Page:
I’m not inclined to tell fish stories, but there are times… Last year, during Hendrickson time in the Catskills, Roger and I decided to try a favorite pool. We were on the river about 15 …
I’m not inclined to tell fish stories, but there are times…
Last year, during Hendrickson time in the Catskills, Roger and I decided to try a favorite pool. We were on the river about 15 minutes when the first Hendrickson’s appeared and fish started to rise. Leaving Rog at the head of the pool where he’d hooked a large brown the previous year, I moved down to a slower section, where large trout have been known to feed. It is a bit tricky to present a fly here because a tree hangs over the water; the trout feed next to the bank, making drag an issue due to different current speeds.
When I’m in place, I notice that the hatch has picked up a good number flies. Then, next to the bank, there’s riser! With a #14 Hendrickson knotted to my tippet, I wait. It’s my job to get the fly under the tree and close to the bank. My first cast is accurate, but suffers with “drag.” The next cast is better; no drag, and the fly floats on, a nose appears before the fly disappears. I tighten and all hells breaks loose.
The fish immediately heads down river and jumps, ripping line from my hand. I’ve hooked a number of large trout in my life, but none like this! At the end of my leader is the biggest trout ever—my heart starts to pound. On the first run, it takes about 70 feet of line; I follow to keep out of the backing, then it is back upstream. I reel like crazy to gain line; next it’s back down, and on it goes. I’m using a new bamboo rod from Chris Raine in Northern California. It is an 8-foot 3-inch Spring Creek Special. This is its first fish.
The tug of war goes on for about 15 minutes, and I sense the fish is tiring. I call to Rog, and ask him to bring the net. He wades in below me, net ready. The fish is near the surface and uses all its weight to hold against the pressure of the rod. For the first time, I think there is a chance. Suddenly, my fly line goes limp as a very exhausted trout sinks into the depths. At that instant, I thought, “the tippet broke.” Upon inspection, I find a series of little curls where my fly was. The knot slipped! A bone head mistake and entirely my fault.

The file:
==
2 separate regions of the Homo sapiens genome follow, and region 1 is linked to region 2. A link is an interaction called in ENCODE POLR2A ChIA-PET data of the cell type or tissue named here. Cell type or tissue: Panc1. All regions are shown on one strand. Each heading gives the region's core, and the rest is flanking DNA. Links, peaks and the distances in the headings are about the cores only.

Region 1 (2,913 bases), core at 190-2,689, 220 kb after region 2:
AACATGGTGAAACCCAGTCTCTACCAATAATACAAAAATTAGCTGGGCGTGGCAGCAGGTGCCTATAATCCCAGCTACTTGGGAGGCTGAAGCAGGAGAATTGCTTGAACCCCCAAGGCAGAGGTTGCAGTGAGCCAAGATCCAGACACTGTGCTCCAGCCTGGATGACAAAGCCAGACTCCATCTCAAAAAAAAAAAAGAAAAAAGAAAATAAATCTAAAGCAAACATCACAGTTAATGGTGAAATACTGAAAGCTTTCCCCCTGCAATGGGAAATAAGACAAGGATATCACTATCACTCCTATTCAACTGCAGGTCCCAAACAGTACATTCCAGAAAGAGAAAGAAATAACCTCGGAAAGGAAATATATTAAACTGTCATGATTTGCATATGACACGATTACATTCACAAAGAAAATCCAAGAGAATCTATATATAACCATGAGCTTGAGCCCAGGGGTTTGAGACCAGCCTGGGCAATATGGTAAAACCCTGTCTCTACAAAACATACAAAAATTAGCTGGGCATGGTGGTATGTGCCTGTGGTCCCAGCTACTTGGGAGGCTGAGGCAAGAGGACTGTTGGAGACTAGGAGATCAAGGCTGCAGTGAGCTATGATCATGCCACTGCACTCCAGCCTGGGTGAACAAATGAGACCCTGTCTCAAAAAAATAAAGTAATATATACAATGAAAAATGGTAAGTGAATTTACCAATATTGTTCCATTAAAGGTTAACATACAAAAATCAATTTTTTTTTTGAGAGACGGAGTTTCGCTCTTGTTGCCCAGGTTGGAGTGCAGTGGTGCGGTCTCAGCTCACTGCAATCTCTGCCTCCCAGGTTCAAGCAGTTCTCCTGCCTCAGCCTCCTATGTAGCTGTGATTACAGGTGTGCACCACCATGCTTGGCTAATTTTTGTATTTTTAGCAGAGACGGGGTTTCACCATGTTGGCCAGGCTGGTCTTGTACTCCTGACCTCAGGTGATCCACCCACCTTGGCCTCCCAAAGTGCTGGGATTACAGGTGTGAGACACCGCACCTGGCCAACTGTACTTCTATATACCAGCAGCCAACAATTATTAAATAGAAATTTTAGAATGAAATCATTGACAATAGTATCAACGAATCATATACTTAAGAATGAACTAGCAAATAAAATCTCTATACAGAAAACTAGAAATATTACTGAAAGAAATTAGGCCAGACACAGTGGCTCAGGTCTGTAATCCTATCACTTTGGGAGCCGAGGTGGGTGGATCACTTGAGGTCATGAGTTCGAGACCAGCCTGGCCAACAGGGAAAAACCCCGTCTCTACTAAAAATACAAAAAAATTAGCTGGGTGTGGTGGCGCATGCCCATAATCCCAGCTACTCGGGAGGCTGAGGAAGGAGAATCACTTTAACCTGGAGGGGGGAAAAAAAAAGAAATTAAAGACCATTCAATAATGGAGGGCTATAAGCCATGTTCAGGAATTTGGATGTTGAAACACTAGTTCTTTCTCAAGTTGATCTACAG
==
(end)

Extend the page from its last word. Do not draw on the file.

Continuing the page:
Fast forward three days: Rog and I, the same section. I’m by the tree again, and a fish is rising in the same spot. This time I have Chris’s 8-foot 6-inch rod. I cast to the rise, get the float right, and I’m into another very large trout. There is no jump this time, but I can tell by the weight, and the length of the runs, that it is another heavy fish. Rog is waiting with the net, but this fish doesn’t fight as long. He nets it and when he holds it up, I see what a huge brown it is! We carry it near to shore, place the net in a shallow area, to keep the fish immersed, and measure. It is 24 inches, and we guess it’s more than four pounds. When I turn the fish over, ready it for release, there is a #14 Hendrickson in its jaw—my fly from the last trip.
So to a degree, I’ve been avenged. The River gods have smiled upon me, but in the future, I’ll always be sure to check my knots.